Both of these engagement campaigns are amazing, but it would be a disservice of me to gloss over their limited scope. Both of these win back emails are for lapsed customers, and they will not work for everyone. If you’re hoping to net more website visitors, then you’ll need to try a different approach…
Let’s Look at Some Re-Engagement Email Examples!
Regardless of what you’re writing, whether it’s a re-engagement email or multiple messages in a win back email campaign, the best way to learn is through example!
Each of these email examples is a hand-picked demo of the power of these email marketing strategies. If you’re planning on working towards more engagement and reaching potential customers, then this is the perfect place to learn.
The Reminder Email
I’ll start with one of the simplest versions of a win back email.
A reminder email campaign is exactly what it sounds like. These messages are aimed at either lapsed customers or inactive users who have become unengaged subscribers. In general, these are most commonly sent out by subscription services. Both the Netflix and Truebill examples from earlier are email examples of this strategy.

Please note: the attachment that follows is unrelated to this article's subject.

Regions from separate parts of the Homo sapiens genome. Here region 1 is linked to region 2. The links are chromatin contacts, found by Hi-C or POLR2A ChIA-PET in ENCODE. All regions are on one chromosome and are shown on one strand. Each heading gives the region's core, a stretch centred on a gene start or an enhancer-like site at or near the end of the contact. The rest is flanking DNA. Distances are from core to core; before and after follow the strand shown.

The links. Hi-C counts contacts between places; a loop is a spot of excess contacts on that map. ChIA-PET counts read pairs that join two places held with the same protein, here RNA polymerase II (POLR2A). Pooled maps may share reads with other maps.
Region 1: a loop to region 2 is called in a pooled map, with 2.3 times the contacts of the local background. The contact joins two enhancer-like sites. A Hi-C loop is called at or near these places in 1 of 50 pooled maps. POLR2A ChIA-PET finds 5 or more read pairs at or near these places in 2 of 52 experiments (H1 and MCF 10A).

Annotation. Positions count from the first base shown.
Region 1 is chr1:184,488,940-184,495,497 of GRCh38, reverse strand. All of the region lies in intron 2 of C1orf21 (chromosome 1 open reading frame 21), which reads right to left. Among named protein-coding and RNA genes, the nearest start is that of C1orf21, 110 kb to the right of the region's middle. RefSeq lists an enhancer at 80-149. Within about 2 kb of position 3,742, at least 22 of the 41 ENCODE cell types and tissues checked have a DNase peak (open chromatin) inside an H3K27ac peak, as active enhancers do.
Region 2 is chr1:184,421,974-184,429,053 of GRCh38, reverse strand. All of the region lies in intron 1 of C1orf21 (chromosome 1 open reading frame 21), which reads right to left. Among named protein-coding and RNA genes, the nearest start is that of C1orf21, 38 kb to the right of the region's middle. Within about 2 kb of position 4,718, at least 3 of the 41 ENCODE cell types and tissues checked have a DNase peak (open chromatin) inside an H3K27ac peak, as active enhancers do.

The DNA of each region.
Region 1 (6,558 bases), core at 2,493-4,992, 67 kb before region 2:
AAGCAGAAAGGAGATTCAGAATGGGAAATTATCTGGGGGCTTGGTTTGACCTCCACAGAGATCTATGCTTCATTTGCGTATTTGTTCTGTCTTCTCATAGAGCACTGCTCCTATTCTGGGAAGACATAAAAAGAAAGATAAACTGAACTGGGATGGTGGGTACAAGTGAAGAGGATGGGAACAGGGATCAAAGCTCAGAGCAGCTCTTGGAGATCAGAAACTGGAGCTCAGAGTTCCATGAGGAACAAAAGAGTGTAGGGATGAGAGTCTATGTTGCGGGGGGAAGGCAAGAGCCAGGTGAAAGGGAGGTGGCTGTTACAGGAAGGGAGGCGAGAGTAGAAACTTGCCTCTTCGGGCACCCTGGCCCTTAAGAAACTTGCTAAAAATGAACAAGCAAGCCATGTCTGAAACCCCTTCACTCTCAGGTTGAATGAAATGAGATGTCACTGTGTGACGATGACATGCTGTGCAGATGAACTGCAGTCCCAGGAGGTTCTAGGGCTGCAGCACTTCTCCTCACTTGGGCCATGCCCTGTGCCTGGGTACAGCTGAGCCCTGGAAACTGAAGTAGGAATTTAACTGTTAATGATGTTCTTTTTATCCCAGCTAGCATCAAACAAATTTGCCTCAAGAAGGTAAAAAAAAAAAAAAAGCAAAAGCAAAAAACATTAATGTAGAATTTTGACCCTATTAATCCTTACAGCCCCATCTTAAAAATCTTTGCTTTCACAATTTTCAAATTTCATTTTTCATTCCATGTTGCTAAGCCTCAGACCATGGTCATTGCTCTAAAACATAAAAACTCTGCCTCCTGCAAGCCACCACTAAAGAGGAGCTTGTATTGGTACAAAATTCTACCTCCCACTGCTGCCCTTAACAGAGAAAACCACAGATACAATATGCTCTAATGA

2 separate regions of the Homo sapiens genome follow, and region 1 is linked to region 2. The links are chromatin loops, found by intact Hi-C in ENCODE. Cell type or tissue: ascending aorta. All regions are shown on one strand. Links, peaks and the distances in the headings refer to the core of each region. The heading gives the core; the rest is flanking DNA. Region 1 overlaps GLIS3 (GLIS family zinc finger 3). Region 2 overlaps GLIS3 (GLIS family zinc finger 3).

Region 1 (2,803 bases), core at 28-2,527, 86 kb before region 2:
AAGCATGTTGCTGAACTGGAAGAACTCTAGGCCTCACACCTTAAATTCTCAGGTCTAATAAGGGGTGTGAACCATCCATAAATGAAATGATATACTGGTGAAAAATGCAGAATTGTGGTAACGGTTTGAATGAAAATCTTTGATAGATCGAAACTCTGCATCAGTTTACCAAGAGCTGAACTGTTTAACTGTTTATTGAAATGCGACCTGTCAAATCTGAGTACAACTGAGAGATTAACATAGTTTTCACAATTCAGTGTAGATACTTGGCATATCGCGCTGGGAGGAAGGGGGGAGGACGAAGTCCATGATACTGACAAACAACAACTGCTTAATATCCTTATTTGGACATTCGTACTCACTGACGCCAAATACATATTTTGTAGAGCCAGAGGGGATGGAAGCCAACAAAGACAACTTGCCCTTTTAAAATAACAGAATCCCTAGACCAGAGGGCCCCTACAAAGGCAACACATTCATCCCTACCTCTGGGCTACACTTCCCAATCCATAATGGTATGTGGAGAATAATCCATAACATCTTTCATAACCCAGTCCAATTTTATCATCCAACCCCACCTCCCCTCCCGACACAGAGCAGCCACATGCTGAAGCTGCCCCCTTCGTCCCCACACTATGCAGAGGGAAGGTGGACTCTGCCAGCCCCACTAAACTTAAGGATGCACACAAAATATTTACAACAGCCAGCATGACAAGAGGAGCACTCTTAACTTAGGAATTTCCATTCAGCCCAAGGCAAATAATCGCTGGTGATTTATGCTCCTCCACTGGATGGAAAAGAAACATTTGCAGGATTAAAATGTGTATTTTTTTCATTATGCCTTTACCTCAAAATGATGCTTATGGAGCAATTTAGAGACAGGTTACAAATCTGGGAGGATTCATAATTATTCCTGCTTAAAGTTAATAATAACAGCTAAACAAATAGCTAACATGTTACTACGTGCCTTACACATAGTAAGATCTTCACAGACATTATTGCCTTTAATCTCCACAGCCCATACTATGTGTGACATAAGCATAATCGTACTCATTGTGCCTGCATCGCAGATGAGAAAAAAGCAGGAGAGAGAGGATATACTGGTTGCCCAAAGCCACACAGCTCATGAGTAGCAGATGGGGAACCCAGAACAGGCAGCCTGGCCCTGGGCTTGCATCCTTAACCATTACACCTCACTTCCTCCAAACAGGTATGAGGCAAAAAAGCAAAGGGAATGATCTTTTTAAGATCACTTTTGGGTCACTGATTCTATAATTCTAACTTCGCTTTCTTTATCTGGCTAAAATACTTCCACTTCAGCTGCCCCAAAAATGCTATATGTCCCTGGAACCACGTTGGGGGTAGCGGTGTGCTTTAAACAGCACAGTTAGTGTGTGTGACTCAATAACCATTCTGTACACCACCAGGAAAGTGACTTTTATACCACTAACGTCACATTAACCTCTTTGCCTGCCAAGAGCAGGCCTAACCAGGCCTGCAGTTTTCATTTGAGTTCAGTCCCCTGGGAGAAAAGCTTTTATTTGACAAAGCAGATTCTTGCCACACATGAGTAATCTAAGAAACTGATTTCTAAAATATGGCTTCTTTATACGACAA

So, what do we see in this email example? Let’s comb through it and hit up each point, one by one!
- A bold CTA: This win back email campaign, which is aimed at inactive subscribers, has a clear and concise CTA.
- Relevant Information: Obviously, this user is interested in the product. The last step of their individual customer journey is to make a purchase, and this email campaign is a good way to create loyal customers out of free trial participants.
- Value: Lingo has made it very clear that their photo editing app will not function properly on a free plan. If this particular lapsed customer wishes to experience the full functionality, they must make a purchase.
Here, the key takeaway is subtlety.
You’re not forcing your subscribers to buy your product. Instead, you’re giving them an option.
Remember, you don’t want to guilt customers into purchasing your product. Loyal customers are out there, and they’re the people these win back emails are made for. Even just clicking on this email shows that the customer is willing to re-engage with your products.
The Engagement Email Sales Pitch
Sometimes, your engagement email isn’t necessarily meant to sell something. Maybe, you’re just looking for more website visitors. This is when you’d send a sales pitch to inactive contacts.
Epic, a digital library for kids, perfectly demonstrates a subtle way to entice email subscribers back to your website with this email:
Once again, let’s break it down together…
- CTA: The call-to-action for this re-engagement campaign series is rather subtle. Nonetheless, the use of eye-catching book titles is a lovely way to catch a reader’s eye.